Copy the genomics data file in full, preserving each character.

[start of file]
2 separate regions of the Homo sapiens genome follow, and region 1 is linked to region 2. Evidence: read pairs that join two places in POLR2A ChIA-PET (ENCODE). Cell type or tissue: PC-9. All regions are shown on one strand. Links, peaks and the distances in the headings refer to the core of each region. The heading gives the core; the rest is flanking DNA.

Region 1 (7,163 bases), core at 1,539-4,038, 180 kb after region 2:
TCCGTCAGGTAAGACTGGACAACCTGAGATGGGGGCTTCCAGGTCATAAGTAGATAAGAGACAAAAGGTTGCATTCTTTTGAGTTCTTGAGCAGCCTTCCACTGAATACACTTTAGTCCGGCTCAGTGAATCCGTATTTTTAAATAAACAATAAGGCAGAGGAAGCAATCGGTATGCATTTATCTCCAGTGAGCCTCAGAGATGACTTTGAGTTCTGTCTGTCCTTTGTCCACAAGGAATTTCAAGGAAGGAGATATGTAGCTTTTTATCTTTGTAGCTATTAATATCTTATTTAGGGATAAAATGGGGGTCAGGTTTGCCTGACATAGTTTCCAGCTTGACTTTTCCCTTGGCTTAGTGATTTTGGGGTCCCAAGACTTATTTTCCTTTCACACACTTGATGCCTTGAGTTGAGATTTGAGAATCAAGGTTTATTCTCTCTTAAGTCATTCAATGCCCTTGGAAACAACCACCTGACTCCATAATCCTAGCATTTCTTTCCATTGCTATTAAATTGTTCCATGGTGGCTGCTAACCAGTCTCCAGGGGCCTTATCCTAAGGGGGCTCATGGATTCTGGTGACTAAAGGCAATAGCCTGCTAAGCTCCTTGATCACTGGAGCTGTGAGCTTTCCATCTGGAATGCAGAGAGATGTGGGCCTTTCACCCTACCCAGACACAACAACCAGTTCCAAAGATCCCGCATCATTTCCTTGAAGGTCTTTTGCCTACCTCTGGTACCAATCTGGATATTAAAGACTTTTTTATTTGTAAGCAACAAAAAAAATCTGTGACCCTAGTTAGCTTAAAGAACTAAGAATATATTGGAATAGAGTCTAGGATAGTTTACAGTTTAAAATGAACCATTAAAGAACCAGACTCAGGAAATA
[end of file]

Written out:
2 separate regions of the Homo sapiens genome follow, and region 1 is linked to region 2. Evidence: read pairs that join two places in POLR2A ChIA-PET (ENCODE). Cell type or tissue: PC-9. All regions are shown on one strand. Links, peaks and the distances in the headings refer to the core of each region. The heading gives the core; the rest is flanking DNA.

Region 1 (7,163 bases), core at 1,539-4,038, 180 kb after region 2:
TCCGTCAGGTAAGACTGGACAACCTGAGATGGGGGCTTCCAGGTCATAAGTAGATAAGAGACAAAAGGTTGCATTCTTTTGAGTTCTTGAGCAGCCTTCCACTGAATACACTTTAGTCCGGCTCAGTGAATCCGTATTTTTAAATAAACAATAAGGCAGAGGAAGCAATCGGTATGCATTTATCTCCAGTGAGCCTCAGAGATGACTTTGAGTTCTGTCTGTCCTTTGTCCACAAGGAATTTCAAGGAAGGAGATATGTAGCTTTTTATCTTTGTAGCTATTAATATCTTATTTAGGGATAAAATGGGGGTCAGGTTTGCCTGACATAGTTTCCAGCTTGACTTTTCCCTTGGCTTAGTGATTTTGGGGTCCCAAGACTTATTTTCCTTTCACACACTTGATGCCTTGAGTTGAGATTTGAGAATCAAGGTTTATTCTCTCTTAAGTCATTCAATGCCCTTGGAAACAACCACCTGACTCCATAATCCTAGCATTTCTTTCCATTGCTATTAAATTGTTCCATGGTGGCTGCTAACCAGTCTCCAGGGGCCTTATCCTAAGGGGGCTCATGGATTCTGGTGACTAAAGGCAATAGCCTGCTAAGCTCCTTGATCACTGGAGCTGTGAGCTTTCCATCTGGAATGCAGAGAGATGTGGGCCTTTCACCCTACCCAGACACAACAACCAGTTCCAAAGATCCCGCATCATTTCCTTGAAGGTCTTTTGCCTACCTCTGGTACCAATCTGGATATTAAAGACTTTTTTATTTGTAAGCAACAAAAAAAATCTGTGACCCTAGTTAGCTTAAAGAACTAAGAATATATTGGAATAGAGTCTAGGATAGTTTACAGTTTAAAATGAACCATTAAAGAACCAGACTCAGGAAATA